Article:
But your 'highest earnings' have to exceed your inflation-adjusted salary of previous years
Ask Rusty - I'm Working; Why Hasn't My Social Security Benefit Increased?
Dear Rusty: I will be 72 in July. I started taking my Social Security at age 64 after a job loss and other items that came up. So, my plan to wait past 68 evaporated, but I have continued to work since that time at a considerably smaller amount. I have contacted Social Security about increasing my "entitlement" since my earnings of late are considerably more than my first few years of earnings. Using the formula of the highest earnings over the last 35 years divided by 420 my monthly increase would be about $500. I've contacted Social Security several times about this. Their standard reply is that they evaluate all accounts every October and if any adjustments are to be made, they will be made in March of the following year. Nothing has changed with regards to this as I've continued to work. Does the fact that I claimed my benefit at age 64 take me out of the equation? Signed: Working Still at 72
Dear Working: The Social Security representatives you spoke with told you correctly – they examine your recent earnings every year and will automatically adjust your benefit if it is appropriate to do so. But the dollar values they look at to see if you should get a benefit increase may not be what you think.
When you claimed your SS benefits at age 64, they computed your benefit using the highest-earning 35 years you had at that time, but they "indexed" those earnings (adjusted them for inflation) for the year you turned 60 and earlier. That means that to arrive at your age 64 benefit, they increased your historical earnings by an inflation percentage for each year, to pay your benefit in current dollars. For example, if your 1985 earnings were $25,000, that would be about $62,000 in today's dollars and that is the amount they used to compute your benefit. But that is also the amount you would need to exceed today to have your current earnings increase your monthly benefit amount.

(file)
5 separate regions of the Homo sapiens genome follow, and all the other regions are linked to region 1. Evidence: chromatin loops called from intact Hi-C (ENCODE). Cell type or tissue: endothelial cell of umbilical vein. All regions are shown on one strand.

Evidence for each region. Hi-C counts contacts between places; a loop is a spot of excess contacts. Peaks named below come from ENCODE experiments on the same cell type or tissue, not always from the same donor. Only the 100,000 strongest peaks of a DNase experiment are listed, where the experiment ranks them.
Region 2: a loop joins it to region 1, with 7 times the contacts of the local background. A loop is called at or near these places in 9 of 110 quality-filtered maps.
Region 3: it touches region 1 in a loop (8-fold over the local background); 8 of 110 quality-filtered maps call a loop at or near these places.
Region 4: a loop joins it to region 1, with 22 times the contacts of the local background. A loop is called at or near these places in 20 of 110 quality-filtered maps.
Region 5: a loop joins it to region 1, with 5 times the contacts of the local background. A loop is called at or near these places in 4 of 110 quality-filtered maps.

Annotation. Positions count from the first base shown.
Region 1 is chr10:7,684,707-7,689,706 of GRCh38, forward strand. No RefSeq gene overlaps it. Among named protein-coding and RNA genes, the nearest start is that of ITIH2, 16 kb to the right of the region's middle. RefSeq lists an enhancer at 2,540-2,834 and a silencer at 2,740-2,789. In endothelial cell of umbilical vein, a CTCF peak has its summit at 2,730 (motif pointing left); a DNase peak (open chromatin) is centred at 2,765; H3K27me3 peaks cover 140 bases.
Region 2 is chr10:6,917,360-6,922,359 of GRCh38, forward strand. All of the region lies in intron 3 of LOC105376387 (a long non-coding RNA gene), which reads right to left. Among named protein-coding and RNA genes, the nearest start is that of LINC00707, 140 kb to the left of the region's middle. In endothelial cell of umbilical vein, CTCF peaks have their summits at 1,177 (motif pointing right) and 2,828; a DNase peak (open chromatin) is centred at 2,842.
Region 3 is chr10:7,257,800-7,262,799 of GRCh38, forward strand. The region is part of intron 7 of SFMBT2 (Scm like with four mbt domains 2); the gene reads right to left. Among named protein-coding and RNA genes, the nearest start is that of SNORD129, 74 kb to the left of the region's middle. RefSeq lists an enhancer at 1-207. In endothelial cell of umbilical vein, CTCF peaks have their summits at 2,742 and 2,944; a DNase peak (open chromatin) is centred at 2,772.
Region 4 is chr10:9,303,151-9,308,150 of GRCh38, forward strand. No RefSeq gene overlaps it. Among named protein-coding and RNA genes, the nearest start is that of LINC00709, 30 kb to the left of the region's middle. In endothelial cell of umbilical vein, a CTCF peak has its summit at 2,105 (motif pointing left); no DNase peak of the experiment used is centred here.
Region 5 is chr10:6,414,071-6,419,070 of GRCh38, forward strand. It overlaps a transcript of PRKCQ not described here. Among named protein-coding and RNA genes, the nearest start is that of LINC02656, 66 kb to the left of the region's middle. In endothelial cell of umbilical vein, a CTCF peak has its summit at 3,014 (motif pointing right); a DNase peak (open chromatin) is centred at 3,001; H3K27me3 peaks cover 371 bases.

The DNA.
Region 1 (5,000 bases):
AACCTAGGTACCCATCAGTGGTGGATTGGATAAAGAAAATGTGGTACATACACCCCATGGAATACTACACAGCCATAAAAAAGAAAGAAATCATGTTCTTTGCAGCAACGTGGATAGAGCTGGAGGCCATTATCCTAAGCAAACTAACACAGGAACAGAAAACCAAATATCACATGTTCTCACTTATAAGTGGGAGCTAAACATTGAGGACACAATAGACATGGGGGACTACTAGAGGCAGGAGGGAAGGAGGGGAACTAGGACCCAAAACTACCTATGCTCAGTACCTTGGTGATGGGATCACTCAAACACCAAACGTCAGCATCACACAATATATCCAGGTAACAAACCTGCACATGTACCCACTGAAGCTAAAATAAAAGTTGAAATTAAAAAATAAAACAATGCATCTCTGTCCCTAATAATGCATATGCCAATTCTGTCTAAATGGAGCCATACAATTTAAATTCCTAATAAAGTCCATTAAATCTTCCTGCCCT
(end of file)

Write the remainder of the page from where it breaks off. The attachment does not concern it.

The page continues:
So, unless your most recent earnings exceed the inflated dollar amounts used to compute your benefit at age 64, your monthly benefit won't change. Keep in mind too that Social Security uses only the 35 years over your lifetime in which you earned the most, so years with lower earnings (for example, when you first started working) probably aren't included in the computation.
In any case, rest assured that claiming at age 64 didn't disqualify you from getting a bigger benefit if you're entitled to one because your current earnings exceed the inflation-adjusted amounts originally used. Everyone who works and earns, even if they are already collecting Social Security, will have their earnings record reviewed every year to see if their current earnings entitle them to a bigger benefit. If so, it is automatically given.
This article is intended for information purposes only and does not represent legal or financial guidance. It presents the opinions and interpretations of the AMAC Foundation's staff, trained and accredited by the National Social Security Association (NSSA). NSSA and the AMAC Foundation and its staff are not affiliated with or endorsed by the Social Security Administration or any other governmental entity. To submit a question, visit our website (amacfoundation.org/programs/social-security-advisory) or email us at firstname.lastname@example.org.
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